In February, I spoke with Al Szekely, who was featured in Sunday’s op-ed piece, “Is It Now a Crime to Be Poor?” by Barbara Ehrenreich in The New York Times. When I talked to him, he had just been robbed. Someone had stolen the motor to his once-motorized wheelchair. Ehrenreich wrote of another set of predicaments Al has recently faced:
A grizzled 62-year-old, he inhabits a wheelchair and is often found on G Street in Washington — the city that is ultimately responsible for the bullet he took in the spine in Fu Bai, Vietnam, in 1972. He had been enjoying the luxury of an indoor bed until last December, when the police swept through the shelter in the middle of the night looking for men with outstanding warrants.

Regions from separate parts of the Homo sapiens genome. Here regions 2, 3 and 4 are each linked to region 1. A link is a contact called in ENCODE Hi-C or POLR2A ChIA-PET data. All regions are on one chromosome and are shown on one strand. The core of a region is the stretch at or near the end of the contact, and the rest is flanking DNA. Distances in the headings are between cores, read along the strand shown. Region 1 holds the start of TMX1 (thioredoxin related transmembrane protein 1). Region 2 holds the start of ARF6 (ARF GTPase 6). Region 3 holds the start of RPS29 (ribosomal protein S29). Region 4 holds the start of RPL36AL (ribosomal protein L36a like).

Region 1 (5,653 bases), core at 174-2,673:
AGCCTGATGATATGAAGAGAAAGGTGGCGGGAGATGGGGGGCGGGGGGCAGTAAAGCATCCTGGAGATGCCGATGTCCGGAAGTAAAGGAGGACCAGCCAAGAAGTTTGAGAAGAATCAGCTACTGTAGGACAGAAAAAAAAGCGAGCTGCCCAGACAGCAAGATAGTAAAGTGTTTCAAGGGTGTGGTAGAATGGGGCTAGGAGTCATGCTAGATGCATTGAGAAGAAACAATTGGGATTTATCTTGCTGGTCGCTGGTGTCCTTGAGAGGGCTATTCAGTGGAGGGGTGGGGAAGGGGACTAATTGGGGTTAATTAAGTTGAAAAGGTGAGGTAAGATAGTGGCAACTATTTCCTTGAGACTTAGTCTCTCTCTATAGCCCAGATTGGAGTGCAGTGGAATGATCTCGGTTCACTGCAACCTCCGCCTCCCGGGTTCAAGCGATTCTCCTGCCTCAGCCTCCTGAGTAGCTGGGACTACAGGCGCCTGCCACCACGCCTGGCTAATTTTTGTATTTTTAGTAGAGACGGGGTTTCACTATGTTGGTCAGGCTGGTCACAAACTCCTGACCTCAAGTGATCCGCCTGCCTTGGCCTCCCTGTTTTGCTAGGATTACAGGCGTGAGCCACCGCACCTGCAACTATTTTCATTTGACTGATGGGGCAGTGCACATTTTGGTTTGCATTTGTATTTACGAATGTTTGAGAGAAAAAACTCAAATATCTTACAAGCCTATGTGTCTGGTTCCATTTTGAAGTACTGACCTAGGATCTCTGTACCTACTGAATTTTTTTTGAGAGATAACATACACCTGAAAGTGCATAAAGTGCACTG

It turned out that Mr. Szekely, who is an ordained minister and does not drink, do drugs or curse in front of ladies, did indeed have a warrant — for not appearing in court to face a charge of “criminal trespassing” (for sleeping on a sidewalk in a Washington suburb). So he was dragged out of the shelter and put in jail. “Can you imagine?” asked Eric Sheptock, the homeless advocate (himself a shelter resident) who introduced me to Mr. Szekely. “They arrested a homeless man in a shelter for being homeless.”
For Al Szekely, the arrest for trespassing meant a further descent down the circles of hell. While in jail, he lost his slot in the shelter and now sleeps outside the Verizon Center sports arena, where the big problem, in addition to the security guards, is mosquitoes. His stick-thin arms are covered with pink crusty sores, which he treats with a regimen of frantic scratching.
The following pictures of Al were taken by me during the filming of “Ink So Hot It’s Running Down Every Page: Street Sense, D.C.’s Paper for the Homeless and Poor.”